Wednesday, November 6, 2019


It’s finally autumn, and by that I mean the leaves are all red and gold and the weather is my favorite weather—hovering just under 60 degrees. I love autumn and like the song says, I love autumn in New York. Just spent five glorious days there with my fabulous husband, enjoying the city and the weather and each other. That meant lots of plays—THE HEIGHT OF THE STORM, LINDA VISTA, and MACBETH—and I loved them all. Also lots of good food—a memorable dinner at Gabriel Kreuther and the best ramen at JeJu Noodle Bar. Lots of walking and back at our apartment lots of reading and card playing, whiskey and chocolate.

But now it’s home in RI for a couple weeks (with a few dips back to NYC to teach). And it’s lovely to be here with Annabelle and the cats, writing writing writing and cooking up a storm and knitting as the afternoon turns into evening. I’ve finished ferrymen mitts from Churchmouse Yarns and a mistake rib cowl in orange cashmere from Purl Soho and started a spotted hat from Mason Dixon Knitting and—are you ready?—a SKIRT (also a Churchmouse pattern). I will keep you updated on how that turns out!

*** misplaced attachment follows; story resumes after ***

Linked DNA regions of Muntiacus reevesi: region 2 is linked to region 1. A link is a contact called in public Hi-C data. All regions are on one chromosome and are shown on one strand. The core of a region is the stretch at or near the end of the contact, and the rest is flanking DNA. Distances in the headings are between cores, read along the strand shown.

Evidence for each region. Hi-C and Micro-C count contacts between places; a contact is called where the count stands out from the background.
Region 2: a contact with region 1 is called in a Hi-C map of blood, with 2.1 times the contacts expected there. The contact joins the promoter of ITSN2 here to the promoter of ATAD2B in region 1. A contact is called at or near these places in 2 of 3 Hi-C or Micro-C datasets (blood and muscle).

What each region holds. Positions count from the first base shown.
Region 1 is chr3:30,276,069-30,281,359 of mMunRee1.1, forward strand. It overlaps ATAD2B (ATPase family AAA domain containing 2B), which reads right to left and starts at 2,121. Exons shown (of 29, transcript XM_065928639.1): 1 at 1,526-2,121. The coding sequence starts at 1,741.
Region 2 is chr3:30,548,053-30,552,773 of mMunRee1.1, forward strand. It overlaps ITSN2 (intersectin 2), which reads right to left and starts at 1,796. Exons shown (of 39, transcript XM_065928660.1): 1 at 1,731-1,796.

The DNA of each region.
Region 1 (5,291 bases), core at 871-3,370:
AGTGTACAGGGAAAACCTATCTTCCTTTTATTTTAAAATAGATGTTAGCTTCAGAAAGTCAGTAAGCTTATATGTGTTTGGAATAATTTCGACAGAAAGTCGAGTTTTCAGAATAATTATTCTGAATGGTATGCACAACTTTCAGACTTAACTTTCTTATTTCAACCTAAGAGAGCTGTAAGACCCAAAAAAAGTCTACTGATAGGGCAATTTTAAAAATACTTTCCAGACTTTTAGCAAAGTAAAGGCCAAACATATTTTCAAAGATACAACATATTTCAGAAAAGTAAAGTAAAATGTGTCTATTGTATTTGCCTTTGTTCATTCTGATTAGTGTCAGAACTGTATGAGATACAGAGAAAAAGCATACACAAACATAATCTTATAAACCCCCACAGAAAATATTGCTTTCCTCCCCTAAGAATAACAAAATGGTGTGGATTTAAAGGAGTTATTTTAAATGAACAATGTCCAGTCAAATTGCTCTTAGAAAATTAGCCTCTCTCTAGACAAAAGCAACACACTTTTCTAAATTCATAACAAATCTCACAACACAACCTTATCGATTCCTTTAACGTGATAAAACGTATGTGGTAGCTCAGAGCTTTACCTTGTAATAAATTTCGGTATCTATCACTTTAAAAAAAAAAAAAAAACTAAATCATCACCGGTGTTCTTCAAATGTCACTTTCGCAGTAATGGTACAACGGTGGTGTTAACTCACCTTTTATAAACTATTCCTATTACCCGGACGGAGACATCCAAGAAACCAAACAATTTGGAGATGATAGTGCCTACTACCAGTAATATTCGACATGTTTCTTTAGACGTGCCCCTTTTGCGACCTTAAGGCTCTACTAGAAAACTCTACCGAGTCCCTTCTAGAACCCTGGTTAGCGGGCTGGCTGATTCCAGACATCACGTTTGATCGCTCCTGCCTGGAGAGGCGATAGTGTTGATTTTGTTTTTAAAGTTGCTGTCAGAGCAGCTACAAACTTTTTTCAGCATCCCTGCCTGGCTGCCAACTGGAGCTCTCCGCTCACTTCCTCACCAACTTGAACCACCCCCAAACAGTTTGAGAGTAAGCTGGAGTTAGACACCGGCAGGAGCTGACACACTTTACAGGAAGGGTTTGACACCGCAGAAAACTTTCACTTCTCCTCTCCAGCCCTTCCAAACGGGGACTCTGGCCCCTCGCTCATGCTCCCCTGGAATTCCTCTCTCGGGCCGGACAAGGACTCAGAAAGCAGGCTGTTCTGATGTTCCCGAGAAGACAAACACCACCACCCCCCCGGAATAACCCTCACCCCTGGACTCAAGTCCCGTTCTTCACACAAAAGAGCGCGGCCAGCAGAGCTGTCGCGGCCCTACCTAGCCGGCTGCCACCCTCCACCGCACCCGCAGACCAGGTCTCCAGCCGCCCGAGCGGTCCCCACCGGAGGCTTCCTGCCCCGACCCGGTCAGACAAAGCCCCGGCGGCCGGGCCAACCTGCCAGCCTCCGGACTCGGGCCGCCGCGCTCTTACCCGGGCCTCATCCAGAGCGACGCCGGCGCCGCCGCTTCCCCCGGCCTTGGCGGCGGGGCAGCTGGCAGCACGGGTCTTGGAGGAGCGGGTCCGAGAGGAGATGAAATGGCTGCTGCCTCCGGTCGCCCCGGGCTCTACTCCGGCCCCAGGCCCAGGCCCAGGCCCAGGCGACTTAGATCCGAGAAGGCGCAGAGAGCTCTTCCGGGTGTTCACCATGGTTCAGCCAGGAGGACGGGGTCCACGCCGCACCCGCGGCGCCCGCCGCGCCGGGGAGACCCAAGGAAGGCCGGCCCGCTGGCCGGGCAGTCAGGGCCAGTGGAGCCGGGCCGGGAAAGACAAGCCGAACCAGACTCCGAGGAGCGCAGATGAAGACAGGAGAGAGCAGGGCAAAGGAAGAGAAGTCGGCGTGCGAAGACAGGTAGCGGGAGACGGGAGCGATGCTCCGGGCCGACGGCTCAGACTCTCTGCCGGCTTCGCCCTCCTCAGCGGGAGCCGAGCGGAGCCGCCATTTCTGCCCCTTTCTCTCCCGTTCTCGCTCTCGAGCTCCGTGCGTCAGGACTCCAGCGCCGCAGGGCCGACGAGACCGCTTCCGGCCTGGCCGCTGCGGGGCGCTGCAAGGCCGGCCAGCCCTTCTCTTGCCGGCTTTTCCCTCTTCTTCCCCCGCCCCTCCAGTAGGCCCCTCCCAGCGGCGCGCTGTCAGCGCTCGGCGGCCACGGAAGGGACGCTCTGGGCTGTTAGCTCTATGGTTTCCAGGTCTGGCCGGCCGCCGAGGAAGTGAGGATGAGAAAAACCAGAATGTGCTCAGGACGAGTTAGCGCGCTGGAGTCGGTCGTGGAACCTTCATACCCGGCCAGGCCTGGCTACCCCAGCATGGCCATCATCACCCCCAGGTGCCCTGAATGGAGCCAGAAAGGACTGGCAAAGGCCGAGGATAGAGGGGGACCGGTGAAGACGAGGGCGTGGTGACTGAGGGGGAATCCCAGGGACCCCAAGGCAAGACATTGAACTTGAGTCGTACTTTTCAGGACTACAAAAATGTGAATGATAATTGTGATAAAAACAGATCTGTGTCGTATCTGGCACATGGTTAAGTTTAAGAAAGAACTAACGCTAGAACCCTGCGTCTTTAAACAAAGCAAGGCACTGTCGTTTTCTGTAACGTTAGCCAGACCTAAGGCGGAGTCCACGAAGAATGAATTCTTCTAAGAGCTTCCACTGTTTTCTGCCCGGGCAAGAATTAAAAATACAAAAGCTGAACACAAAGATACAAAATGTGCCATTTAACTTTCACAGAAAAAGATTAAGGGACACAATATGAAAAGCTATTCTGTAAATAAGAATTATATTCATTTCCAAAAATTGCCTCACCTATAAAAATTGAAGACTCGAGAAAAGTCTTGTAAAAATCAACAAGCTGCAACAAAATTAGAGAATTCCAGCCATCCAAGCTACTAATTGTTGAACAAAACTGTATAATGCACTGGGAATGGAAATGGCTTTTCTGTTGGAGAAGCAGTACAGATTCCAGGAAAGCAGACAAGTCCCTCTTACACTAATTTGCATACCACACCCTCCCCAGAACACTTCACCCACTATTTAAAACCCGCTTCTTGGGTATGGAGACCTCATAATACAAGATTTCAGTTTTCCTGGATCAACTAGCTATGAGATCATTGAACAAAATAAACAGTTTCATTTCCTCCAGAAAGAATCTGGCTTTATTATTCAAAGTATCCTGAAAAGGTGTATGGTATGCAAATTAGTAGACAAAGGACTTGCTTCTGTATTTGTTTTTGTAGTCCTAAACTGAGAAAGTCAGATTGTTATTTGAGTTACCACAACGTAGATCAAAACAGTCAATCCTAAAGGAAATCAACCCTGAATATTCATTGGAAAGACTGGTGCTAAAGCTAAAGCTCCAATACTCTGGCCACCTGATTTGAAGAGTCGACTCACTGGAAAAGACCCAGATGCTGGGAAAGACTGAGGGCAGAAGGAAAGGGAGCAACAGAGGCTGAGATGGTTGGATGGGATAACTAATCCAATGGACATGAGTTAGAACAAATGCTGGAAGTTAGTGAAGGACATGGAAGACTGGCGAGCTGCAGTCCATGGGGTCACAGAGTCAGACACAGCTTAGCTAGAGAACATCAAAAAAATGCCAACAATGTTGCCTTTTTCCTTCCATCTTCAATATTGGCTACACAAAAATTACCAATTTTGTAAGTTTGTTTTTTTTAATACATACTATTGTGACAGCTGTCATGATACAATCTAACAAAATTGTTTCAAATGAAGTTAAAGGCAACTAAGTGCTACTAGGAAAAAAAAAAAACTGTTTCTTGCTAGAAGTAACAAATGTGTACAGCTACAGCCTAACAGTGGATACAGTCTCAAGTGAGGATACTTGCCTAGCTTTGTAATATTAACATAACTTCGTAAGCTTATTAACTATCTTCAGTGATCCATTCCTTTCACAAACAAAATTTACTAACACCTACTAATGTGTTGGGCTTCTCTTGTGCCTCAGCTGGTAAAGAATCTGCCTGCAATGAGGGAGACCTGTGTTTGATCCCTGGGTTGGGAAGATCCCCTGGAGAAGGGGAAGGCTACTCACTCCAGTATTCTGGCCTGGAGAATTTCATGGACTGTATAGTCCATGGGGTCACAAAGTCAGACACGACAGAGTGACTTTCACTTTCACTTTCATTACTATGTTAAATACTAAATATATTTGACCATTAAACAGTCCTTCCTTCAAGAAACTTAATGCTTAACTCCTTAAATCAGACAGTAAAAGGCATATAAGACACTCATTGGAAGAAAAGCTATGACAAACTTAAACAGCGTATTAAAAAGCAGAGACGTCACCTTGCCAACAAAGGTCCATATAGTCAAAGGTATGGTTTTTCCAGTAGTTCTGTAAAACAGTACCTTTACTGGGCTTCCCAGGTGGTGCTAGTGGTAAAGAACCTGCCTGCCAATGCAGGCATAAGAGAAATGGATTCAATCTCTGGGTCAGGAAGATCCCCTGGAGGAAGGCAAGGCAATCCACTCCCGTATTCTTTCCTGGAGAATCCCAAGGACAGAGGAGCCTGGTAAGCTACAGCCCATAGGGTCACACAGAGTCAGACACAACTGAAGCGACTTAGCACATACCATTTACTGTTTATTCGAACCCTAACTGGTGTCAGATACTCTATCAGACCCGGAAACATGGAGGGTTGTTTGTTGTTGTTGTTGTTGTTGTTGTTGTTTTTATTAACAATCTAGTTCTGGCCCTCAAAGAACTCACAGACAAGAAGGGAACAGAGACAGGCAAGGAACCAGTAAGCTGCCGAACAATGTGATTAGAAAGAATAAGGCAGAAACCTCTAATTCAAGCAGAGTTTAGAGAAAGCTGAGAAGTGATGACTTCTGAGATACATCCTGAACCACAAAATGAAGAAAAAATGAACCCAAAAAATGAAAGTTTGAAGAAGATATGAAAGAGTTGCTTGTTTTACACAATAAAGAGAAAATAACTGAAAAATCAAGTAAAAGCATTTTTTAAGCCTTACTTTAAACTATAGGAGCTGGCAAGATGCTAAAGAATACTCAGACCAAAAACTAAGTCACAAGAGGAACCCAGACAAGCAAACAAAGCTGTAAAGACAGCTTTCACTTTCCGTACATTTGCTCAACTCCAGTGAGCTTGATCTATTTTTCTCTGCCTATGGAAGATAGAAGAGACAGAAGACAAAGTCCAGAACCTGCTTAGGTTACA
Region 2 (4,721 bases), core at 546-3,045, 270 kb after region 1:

I am finishing the book MEET ME AT THE MUSEUM, which is so charming I’m totally smitten. Also, I’m fascinated by bog people so there’s that too. And thank you to the reader here who pointed out the Helen Philllips book I mentioned here is THE NEED, not The Help. Oops!

A big pot of lentil soup is on the stove and I’ll be making vats of Gogo’s sauce and meatballs to replace all that I had to toss because my refrigerator broke! That hurt. But I have a shiny mostly empty one now, begging to be filled.

I hope your autumn is treating you well. Knit. Cook. Read. Repeat. 

Saturday, October 26, 2019


Last night I made enchiladas suiza for dinner after our pumpkin carving. Cousin GJ has been coming over to carve pumpkins with us since Sam was a baby—26 years. We had nights when it was just the three of us, nights with Grace, a crowd carving with the kitchen fireplace ablaze, new friends, old friends...a tradition that like all traditions adjusts with life’s changes. But on a night close to Halloween, pumpkins will be carved and autumnal food will be eaten!